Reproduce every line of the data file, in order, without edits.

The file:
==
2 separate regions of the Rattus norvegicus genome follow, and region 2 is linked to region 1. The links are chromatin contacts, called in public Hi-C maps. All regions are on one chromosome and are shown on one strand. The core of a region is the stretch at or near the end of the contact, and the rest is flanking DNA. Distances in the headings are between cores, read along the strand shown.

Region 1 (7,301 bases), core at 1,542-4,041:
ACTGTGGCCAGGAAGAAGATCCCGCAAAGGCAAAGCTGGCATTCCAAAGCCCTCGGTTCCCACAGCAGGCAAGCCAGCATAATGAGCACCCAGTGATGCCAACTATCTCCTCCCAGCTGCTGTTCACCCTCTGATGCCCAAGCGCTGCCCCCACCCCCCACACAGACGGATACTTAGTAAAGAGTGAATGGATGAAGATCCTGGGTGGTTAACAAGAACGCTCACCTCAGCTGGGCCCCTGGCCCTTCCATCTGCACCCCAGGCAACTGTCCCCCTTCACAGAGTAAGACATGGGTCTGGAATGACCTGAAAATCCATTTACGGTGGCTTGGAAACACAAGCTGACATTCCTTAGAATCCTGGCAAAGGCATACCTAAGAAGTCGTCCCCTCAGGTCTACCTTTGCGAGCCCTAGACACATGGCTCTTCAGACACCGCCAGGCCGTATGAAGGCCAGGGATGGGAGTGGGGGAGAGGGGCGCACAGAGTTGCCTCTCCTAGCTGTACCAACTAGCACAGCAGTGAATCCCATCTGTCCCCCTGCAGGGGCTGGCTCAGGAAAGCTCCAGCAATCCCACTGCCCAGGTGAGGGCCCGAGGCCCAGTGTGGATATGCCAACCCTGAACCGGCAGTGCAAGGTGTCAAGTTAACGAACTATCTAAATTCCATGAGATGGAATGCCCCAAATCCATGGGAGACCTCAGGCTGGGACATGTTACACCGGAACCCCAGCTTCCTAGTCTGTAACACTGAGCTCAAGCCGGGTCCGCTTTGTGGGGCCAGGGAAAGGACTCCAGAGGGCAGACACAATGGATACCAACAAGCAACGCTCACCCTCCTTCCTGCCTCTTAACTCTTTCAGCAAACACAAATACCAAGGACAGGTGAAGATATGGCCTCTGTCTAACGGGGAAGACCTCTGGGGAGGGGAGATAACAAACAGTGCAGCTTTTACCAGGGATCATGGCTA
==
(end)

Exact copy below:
2 separate regions of the Rattus norvegicus genome follow, and region 2 is linked to region 1. The links are chromatin contacts, called in public Hi-C maps. All regions are on one chromosome and are shown on one strand. The core of a region is the stretch at or near the end of the contact, and the rest is flanking DNA. Distances in the headings are between cores, read along the strand shown.

Region 1 (7,301 bases), core at 1,542-4,041:
ACTGTGGCCAGGAAGAAGATCCCGCAAAGGCAAAGCTGGCATTCCAAAGCCCTCGGTTCCCACAGCAGGCAAGCCAGCATAATGAGCACCCAGTGATGCCAACTATCTCCTCCCAGCTGCTGTTCACCCTCTGATGCCCAAGCGCTGCCCCCACCCCCCACACAGACGGATACTTAGTAAAGAGTGAATGGATGAAGATCCTGGGTGGTTAACAAGAACGCTCACCTCAGCTGGGCCCCTGGCCCTTCCATCTGCACCCCAGGCAACTGTCCCCCTTCACAGAGTAAGACATGGGTCTGGAATGACCTGAAAATCCATTTACGGTGGCTTGGAAACACAAGCTGACATTCCTTAGAATCCTGGCAAAGGCATACCTAAGAAGTCGTCCCCTCAGGTCTACCTTTGCGAGCCCTAGACACATGGCTCTTCAGACACCGCCAGGCCGTATGAAGGCCAGGGATGGGAGTGGGGGAGAGGGGCGCACAGAGTTGCCTCTCCTAGCTGTACCAACTAGCACAGCAGTGAATCCCATCTGTCCCCCTGCAGGGGCTGGCTCAGGAAAGCTCCAGCAATCCCACTGCCCAGGTGAGGGCCCGAGGCCCAGTGTGGATATGCCAACCCTGAACCGGCAGTGCAAGGTGTCAAGTTAACGAACTATCTAAATTCCATGAGATGGAATGCCCCAAATCCATGGGAGACCTCAGGCTGGGACATGTTACACCGGAACCCCAGCTTCCTAGTCTGTAACACTGAGCTCAAGCCGGGTCCGCTTTGTGGGGCCAGGGAAAGGACTCCAGAGGGCAGACACAATGGATACCAACAAGCAACGCTCACCCTCCTTCCTGCCTCTTAACTCTTTCAGCAAACACAAATACCAAGGACAGGTGAAGATATGGCCTCTGTCTAACGGGGAAGACCTCTGGGGAGGGGAGATAACAAACAGTGCAGCTTTTACCAGGGATCATGGCTA